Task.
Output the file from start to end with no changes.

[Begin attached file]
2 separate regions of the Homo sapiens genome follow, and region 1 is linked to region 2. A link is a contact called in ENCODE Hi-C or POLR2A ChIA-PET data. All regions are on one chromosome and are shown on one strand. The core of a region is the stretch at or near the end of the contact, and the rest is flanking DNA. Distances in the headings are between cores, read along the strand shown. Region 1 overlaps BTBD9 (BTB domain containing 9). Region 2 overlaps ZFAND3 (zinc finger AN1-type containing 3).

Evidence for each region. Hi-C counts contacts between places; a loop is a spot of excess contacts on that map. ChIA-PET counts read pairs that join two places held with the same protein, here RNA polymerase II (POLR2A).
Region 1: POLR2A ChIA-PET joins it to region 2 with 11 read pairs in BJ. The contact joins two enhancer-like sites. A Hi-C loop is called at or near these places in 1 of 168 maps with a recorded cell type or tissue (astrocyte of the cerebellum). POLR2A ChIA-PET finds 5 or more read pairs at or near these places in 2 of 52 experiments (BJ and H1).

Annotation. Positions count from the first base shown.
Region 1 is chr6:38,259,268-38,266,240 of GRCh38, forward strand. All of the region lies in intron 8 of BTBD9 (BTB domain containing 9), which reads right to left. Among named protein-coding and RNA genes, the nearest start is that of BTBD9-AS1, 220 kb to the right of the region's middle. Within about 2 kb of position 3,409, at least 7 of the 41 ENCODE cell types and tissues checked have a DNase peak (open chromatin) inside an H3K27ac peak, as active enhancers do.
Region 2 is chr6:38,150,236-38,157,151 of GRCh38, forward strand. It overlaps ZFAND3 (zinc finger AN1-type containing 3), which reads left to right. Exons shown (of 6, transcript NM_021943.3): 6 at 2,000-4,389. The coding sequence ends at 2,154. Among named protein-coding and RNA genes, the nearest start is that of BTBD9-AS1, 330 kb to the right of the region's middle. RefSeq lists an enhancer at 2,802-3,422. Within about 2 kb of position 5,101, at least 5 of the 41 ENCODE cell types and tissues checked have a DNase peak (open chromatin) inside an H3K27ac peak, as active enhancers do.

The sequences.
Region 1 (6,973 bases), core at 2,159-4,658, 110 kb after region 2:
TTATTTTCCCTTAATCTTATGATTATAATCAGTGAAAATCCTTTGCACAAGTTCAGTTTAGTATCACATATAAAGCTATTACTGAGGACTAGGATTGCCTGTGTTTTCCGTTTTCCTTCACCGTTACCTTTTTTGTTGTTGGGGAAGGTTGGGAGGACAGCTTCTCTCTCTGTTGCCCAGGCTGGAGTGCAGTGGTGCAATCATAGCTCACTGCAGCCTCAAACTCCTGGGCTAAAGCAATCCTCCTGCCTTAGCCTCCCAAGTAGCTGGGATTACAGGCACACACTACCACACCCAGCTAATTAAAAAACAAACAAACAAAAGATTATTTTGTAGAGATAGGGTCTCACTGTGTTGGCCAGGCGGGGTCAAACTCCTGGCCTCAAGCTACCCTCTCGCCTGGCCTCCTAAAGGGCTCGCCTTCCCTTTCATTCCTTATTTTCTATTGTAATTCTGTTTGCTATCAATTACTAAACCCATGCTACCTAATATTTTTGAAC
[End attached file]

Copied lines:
2 separate regions of the Homo sapiens genome follow, and region 1 is linked to region 2. A link is a contact called in ENCODE Hi-C or POLR2A ChIA-PET data. All regions are on one chromosome and are shown on one strand. The core of a region is the stretch at or near the end of the contact, and the rest is flanking DNA. Distances in the headings are between cores, read along the strand shown. Region 1 overlaps BTBD9 (BTB domain containing 9). Region 2 overlaps ZFAND3 (zinc finger AN1-type containing 3).

Evidence for each region. Hi-C counts contacts between places; a loop is a spot of excess contacts on that map. ChIA-PET counts read pairs that join two places held with the same protein, here RNA polymerase II (POLR2A).
Region 1: POLR2A ChIA-PET joins it to region 2 with 11 read pairs in BJ. The contact joins two enhancer-like sites. A Hi-C loop is called at or near these places in 1 of 168 maps with a recorded cell type or tissue (astrocyte of the cerebellum). POLR2A ChIA-PET finds 5 or more read pairs at or near these places in 2 of 52 experiments (BJ and H1).

Annotation. Positions count from the first base shown.
Region 1 is chr6:38,259,268-38,266,240 of GRCh38, forward strand. All of the region lies in intron 8 of BTBD9 (BTB domain containing 9), which reads right to left. Among named protein-coding and RNA genes, the nearest start is that of BTBD9-AS1, 220 kb to the right of the region's middle. Within about 2 kb of position 3,409, at least 7 of the 41 ENCODE cell types and tissues checked have a DNase peak (open chromatin) inside an H3K27ac peak, as active enhancers do.
Region 2 is chr6:38,150,236-38,157,151 of GRCh38, forward strand. It overlaps ZFAND3 (zinc finger AN1-type containing 3), which reads left to right. Exons shown (of 6, transcript NM_021943.3): 6 at 2,000-4,389. The coding sequence ends at 2,154. Among named protein-coding and RNA genes, the nearest start is that of BTBD9-AS1, 330 kb to the right of the region's middle. RefSeq lists an enhancer at 2,802-3,422. Within about 2 kb of position 5,101, at least 5 of the 41 ENCODE cell types and tissues checked have a DNase peak (open chromatin) inside an H3K27ac peak, as active enhancers do.

The sequences.
Region 1 (6,973 bases), core at 2,159-4,658, 110 kb after region 2:
TTATTTTCCCTTAATCTTATGATTATAATCAGTGAAAATCCTTTGCACAAGTTCAGTTTAGTATCACATATAAAGCTATTACTGAGGACTAGGATTGCCTGTGTTTTCCGTTTTCCTTCACCGTTACCTTTTTTGTTGTTGGGGAAGGTTGGGAGGACAGCTTCTCTCTCTGTTGCCCAGGCTGGAGTGCAGTGGTGCAATCATAGCTCACTGCAGCCTCAAACTCCTGGGCTAAAGCAATCCTCCTGCCTTAGCCTCCCAAGTAGCTGGGATTACAGGCACACACTACCACACCCAGCTAATTAAAAAACAAACAAACAAAAGATTATTTTGTAGAGATAGGGTCTCACTGTGTTGGCCAGGCGGGGTCAAACTCCTGGCCTCAAGCTACCCTCTCGCCTGGCCTCCTAAAGGGCTCGCCTTCCCTTTCATTCCTTATTTTCTATTGTAATTCTGTTTGCTATCAATTACTAAACCCATGCTACCTAATATTTTTGAAC